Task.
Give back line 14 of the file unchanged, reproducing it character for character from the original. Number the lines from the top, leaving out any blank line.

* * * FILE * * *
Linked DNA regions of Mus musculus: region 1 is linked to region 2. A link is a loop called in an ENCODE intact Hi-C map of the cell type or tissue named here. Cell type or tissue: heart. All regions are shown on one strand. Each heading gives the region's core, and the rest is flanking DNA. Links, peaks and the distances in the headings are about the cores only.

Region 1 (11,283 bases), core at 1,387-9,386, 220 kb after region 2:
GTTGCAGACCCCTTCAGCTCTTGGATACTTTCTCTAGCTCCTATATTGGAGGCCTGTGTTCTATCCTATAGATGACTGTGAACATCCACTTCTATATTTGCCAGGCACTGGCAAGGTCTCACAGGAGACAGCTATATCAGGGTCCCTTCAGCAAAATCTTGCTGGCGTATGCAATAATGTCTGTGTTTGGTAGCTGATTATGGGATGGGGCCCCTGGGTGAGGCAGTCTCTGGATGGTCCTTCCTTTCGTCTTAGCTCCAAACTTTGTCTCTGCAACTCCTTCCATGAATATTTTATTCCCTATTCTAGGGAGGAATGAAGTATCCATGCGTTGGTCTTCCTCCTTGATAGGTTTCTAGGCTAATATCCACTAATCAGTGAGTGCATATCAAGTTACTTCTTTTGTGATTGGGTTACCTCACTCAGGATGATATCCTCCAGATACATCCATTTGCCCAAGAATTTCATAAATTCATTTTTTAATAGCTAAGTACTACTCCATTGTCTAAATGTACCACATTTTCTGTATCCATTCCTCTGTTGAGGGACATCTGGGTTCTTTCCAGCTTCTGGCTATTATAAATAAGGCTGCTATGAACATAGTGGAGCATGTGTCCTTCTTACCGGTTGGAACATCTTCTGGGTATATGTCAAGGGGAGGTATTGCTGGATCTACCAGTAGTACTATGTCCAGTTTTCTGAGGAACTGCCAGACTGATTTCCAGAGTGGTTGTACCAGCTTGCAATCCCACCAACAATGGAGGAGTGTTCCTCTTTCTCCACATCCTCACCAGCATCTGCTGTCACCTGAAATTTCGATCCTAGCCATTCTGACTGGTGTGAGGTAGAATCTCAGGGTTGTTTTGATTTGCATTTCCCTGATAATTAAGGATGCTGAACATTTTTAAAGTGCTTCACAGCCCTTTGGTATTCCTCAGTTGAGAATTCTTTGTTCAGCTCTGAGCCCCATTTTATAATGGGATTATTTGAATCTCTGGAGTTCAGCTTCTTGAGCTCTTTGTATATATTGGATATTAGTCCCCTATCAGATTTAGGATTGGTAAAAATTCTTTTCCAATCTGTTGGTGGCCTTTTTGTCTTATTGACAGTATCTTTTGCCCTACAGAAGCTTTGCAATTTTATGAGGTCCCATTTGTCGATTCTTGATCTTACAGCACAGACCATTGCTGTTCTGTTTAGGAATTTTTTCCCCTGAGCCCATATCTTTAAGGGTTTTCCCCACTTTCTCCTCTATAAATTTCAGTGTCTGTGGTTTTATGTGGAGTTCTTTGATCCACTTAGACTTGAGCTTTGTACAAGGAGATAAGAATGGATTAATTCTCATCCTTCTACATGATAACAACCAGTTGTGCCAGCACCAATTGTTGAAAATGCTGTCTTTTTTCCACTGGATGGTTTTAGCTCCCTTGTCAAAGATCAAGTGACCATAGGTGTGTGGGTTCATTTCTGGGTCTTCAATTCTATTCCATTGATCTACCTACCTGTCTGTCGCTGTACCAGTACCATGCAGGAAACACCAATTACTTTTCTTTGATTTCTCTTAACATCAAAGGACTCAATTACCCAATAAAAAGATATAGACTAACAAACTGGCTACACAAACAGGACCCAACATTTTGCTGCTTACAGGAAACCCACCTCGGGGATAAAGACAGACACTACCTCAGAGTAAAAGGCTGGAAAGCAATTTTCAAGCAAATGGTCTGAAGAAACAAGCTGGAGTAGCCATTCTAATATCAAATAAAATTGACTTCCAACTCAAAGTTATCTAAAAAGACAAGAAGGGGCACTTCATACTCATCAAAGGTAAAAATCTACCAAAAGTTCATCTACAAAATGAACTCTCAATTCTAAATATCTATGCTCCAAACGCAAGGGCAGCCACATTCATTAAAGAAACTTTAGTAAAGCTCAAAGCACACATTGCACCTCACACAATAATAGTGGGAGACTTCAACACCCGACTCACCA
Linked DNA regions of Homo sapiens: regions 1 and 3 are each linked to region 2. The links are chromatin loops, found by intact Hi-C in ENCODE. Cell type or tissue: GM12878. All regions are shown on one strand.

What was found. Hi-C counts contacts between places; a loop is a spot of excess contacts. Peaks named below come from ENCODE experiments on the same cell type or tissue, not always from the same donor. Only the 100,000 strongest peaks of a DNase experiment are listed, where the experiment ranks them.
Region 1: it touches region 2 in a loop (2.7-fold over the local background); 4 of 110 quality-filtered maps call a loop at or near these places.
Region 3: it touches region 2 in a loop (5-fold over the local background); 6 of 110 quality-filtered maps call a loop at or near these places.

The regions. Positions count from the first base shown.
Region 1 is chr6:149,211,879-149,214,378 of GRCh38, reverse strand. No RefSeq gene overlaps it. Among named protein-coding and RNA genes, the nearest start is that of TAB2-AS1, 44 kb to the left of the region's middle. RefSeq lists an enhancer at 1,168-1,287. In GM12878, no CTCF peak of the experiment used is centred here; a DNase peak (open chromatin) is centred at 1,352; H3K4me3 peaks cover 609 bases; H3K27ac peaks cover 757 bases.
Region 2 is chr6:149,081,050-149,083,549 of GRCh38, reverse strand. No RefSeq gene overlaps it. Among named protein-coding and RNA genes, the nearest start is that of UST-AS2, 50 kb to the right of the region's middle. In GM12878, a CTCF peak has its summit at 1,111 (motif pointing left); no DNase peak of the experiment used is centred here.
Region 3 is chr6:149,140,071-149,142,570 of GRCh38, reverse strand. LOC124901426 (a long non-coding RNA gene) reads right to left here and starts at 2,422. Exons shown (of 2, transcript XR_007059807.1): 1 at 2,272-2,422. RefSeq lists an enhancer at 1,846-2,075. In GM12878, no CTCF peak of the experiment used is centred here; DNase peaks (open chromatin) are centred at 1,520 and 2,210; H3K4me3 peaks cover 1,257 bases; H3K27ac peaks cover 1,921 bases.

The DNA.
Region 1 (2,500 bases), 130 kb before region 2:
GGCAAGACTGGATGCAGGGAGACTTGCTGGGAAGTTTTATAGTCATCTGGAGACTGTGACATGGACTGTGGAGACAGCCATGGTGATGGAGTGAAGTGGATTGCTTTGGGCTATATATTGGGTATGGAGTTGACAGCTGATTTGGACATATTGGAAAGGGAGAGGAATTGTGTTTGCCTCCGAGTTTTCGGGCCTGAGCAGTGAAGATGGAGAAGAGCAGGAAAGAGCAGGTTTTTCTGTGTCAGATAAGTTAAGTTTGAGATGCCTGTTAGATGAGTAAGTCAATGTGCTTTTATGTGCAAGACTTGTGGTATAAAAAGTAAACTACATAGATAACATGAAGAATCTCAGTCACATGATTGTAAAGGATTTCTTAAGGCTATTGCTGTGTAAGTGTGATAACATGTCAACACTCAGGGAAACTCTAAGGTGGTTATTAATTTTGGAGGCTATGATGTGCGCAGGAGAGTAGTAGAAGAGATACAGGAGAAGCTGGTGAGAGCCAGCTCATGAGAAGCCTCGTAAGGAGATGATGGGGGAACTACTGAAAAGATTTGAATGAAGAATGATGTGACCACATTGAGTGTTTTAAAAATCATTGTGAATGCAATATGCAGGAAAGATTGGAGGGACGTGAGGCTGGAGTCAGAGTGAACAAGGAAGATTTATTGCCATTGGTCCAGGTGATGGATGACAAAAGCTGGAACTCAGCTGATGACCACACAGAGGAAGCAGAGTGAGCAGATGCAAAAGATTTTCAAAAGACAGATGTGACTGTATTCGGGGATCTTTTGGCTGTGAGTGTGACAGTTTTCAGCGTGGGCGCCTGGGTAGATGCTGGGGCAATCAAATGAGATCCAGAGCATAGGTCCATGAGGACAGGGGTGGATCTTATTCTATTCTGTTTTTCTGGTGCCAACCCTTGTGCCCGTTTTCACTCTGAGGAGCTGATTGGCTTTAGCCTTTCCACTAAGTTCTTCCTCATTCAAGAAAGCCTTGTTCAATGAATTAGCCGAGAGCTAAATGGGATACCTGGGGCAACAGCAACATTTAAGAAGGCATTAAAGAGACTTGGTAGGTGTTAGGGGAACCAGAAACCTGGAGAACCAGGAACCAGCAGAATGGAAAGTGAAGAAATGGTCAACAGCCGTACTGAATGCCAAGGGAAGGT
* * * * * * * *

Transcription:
GGCAAGACTGGATGCAGGGAGACTTGCTGGGAAGTTTTATAGTCATCTGGAGACTGTGACATGGACTGTGGAGACAGCCATGGTGATGGAGTGAAGTGGATTGCTTTGGGCTATATATTGGGTATGGAGTTGACAGCTGATTTGGACATATTGGAAAGGGAGAGGAATTGTGTTTGCCTCCGAGTTTTCGGGCCTGAGCAGTGAAGATGGAGAAGAGCAGGAAAGAGCAGGTTTTTCTGTGTCAGATAAGTTAAGTTTGAGATGCCTGTTAGATGAGTAAGTCAATGTGCTTTTATGTGCAAGACTTGTGGTATAAAAAGTAAACTACATAGATAACATGAAGAATCTCAGTCACATGATTGTAAAGGATTTCTTAAGGCTATTGCTGTGTAAGTGTGATAACATGTCAACACTCAGGGAAACTCTAAGGTGGTTATTAATTTTGGAGGCTATGATGTGCGCAGGAGAGTAGTAGAAGAGATACAGGAGAAGCTGGTGAGAGCCAGCTCATGAGAAGCCTCGTAAGGAGATGATGGGGGAACTACTGAAAAGATTTGAATGAAGAATGATGTGACCACATTGAGTGTTTTAAAAATCATTGTGAATGCAATATGCAGGAAAGATTGGAGGGACGTGAGGCTGGAGTCAGAGTGAACAAGGAAGATTTATTGCCATTGGTCCAGGTGATGGATGACAAAAGCTGGAACTCAGCTGATGACCACACAGAGGAAGCAGAGTGAGCAGATGCAAAAGATTTTCAAAAGACAGATGTGACTGTATTCGGGGATCTTTTGGCTGTGAGTGTGACAGTTTTCAGCGTGGGCGCCTGGGTAGATGCTGGGGCAATCAAATGAGATCCAGAGCATAGGTCCATGAGGACAGGGGTGGATCTTATTCTATTCTGTTTTTCTGGTGCCAACCCTTGTGCCCGTTTTCACTCTGAGGAGCTGATTGGCTTTAGCCTTTCCACTAAGTTCTTCCTCATTCAAGAAAGCCTTGTTCAATGAATTAGCCGAGAGCTAAATGGGATACCTGGGGCAACAGCAACATTTAAGAAGGCATTAAAGAGACTTGGTAGGTGTTAGGGGAACCAGAAACCTGGAGAACCAGGAACCAGCAGAATGGAAAGTGAAGAAATGGTCAACAGCCGTACTGAATGCCAAGGGAAGGT